Physical Properties and Nutritive Values of Shell Meal Derived from Different Shellfish Species and Habitats
International Journal of Poultry Science,
2018, 17(3), 116-125.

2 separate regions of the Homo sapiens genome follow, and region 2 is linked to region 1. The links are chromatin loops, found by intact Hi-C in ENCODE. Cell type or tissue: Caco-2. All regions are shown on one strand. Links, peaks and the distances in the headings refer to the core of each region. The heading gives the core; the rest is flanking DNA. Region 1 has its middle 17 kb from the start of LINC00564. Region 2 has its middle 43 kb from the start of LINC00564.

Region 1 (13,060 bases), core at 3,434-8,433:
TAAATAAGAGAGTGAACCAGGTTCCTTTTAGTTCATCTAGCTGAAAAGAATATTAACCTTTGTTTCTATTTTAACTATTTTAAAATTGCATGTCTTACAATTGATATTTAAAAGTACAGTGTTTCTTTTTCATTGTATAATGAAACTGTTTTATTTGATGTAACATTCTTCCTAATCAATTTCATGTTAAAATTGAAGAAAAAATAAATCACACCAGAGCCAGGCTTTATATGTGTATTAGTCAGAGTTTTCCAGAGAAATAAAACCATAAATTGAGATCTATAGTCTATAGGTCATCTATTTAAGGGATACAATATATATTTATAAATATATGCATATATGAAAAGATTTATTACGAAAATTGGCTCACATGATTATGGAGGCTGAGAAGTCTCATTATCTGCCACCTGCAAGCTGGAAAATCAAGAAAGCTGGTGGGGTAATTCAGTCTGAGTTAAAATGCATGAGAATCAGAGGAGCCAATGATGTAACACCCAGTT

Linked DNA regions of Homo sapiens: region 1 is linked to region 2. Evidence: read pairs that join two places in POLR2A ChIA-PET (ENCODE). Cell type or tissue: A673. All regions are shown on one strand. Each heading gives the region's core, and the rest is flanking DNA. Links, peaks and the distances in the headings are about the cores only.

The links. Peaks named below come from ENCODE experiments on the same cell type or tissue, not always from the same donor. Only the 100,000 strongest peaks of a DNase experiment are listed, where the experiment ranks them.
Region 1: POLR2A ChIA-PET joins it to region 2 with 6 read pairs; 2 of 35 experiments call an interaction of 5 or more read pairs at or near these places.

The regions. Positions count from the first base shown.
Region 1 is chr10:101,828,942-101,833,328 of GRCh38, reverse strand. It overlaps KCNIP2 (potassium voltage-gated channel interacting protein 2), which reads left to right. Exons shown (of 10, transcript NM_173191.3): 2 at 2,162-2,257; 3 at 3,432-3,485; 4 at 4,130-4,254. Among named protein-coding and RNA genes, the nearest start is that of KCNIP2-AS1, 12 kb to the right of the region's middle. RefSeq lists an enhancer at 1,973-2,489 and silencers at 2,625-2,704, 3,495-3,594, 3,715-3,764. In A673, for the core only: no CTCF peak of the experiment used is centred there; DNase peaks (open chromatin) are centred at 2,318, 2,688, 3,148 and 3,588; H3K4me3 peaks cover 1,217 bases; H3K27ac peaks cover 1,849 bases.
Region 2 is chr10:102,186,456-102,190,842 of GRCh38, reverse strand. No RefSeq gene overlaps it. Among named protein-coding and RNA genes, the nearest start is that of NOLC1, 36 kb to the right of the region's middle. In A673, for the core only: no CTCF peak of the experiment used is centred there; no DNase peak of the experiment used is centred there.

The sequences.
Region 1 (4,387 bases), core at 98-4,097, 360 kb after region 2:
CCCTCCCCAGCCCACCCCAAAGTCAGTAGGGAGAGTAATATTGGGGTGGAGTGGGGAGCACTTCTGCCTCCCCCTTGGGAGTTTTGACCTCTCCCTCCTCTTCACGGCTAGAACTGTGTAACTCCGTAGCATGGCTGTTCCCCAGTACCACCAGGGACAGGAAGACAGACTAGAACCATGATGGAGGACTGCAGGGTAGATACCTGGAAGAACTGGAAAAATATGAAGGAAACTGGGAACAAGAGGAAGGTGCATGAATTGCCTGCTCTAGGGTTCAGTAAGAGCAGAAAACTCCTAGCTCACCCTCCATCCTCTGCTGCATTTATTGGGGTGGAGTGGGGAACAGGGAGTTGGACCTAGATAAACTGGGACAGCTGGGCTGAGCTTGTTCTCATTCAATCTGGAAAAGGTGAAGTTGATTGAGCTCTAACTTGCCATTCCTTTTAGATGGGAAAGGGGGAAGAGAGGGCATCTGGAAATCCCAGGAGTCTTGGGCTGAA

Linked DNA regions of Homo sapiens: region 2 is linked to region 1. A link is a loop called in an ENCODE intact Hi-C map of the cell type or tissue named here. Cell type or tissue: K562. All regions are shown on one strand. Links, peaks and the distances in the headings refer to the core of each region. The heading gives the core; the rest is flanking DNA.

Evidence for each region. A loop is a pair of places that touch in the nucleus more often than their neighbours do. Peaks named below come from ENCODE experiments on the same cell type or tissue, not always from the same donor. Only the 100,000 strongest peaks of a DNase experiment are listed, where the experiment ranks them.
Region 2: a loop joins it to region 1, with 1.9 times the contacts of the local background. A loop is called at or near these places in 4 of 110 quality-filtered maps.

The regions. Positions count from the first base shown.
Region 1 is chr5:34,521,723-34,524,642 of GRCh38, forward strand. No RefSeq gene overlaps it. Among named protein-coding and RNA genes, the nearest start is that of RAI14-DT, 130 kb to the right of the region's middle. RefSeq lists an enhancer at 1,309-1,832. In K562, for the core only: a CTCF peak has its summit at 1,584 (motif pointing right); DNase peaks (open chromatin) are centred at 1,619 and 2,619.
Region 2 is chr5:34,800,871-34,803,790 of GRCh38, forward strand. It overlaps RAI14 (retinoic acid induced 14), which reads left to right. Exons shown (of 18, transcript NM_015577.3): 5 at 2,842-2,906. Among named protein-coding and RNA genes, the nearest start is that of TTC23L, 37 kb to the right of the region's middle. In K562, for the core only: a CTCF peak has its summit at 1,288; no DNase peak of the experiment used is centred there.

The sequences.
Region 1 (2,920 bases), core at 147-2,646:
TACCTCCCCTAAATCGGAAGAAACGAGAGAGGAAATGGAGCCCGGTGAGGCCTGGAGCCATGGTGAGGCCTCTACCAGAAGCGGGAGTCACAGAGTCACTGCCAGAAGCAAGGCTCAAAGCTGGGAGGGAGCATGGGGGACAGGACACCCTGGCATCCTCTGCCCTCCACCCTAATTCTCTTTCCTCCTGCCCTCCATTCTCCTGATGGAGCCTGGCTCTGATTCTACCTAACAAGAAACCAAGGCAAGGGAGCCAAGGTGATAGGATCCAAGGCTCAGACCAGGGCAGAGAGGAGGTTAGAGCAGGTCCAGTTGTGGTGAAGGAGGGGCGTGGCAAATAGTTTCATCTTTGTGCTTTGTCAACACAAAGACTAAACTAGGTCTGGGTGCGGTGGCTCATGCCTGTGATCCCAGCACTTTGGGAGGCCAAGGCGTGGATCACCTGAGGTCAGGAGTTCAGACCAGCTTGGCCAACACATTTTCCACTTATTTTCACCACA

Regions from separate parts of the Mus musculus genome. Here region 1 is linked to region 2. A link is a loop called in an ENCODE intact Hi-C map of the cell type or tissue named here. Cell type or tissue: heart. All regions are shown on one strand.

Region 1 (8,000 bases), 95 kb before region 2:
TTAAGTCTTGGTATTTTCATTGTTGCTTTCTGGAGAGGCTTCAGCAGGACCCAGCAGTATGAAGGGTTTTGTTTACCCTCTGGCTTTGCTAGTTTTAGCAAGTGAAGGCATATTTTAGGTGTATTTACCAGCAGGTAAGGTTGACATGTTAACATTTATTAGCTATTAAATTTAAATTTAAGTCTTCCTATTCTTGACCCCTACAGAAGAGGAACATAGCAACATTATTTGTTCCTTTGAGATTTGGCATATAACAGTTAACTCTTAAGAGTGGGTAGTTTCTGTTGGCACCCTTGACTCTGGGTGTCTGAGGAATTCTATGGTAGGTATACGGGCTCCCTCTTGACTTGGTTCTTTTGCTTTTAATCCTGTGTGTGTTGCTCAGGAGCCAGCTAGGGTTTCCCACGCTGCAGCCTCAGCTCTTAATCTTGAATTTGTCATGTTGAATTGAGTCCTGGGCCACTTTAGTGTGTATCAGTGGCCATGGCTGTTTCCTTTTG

Background and Objective: The province of West Sumatra is rich in various species of shellfish that live in salt water and fresh water bodies, including the ocean, estuaries, lakes and rivers. This study aimed to evaluate the physical properties and nutritive values of shell meals produced from different shellfish species living in various habitats. Materials and Methods: Samples of shellfish were collected from 12 locations in 4 different water body types: Lakes, rivers, estuaries and oceans. Shell parts were separated, dried and weighed. The dried shells were then ground or subjected to open-air burning to produce 3 meal products: Raw coarse meal, raw fine meal and roasted meal. The products were weighed and analyzed for physical properties (bulk density, angle of response and particle size) and content of crude ash, Ca and P. The nutritive values of the meals were evaluated by mixing 3% shell meal with basal diet that was fed to 200 laying quails in a completely randomized design. There were four dietary treatments: Control diet (P0), basal diet+3% roasted meal (P1), 3% raw fine meal (P2) and 3% raw coarse particles (P3). The quail were divided into 20 experimental units of 10 birds each, so that each treatment consisted of 5 replications. Parameters measured include feed intake, egg production, feed conversion ratio (FCR) and egg shell quality. Results: The dried shells represented between 47 and 56% of the total body weight of the shellfish, with lake mussels having the highest percentage of shell parts (p<0.05). Raw coarse ground meal had the highest percentage of meal yield (98.7%), followed by raw fine meal (95.8%) and roasted meal (86.8%) (p<0.01). Raw coarse meals had higher bulk density and lower angle of response due to the higher percentage of large particles (p<0.05). The Ca content of roasted meal was significantly higher (p<0.05) than that of the raw meals. There was no significant effect of the different shell meal products on feed intake, egg production or FCR. However, quail fed a diet containing raw coarse ground shell (P3) had significantly better egg shell quality (p<0.05) than those fed the control diet (P0), P1 or P2. Conclusion: Shell meal that had coarse particles showed the best physical properties and nutritive values.
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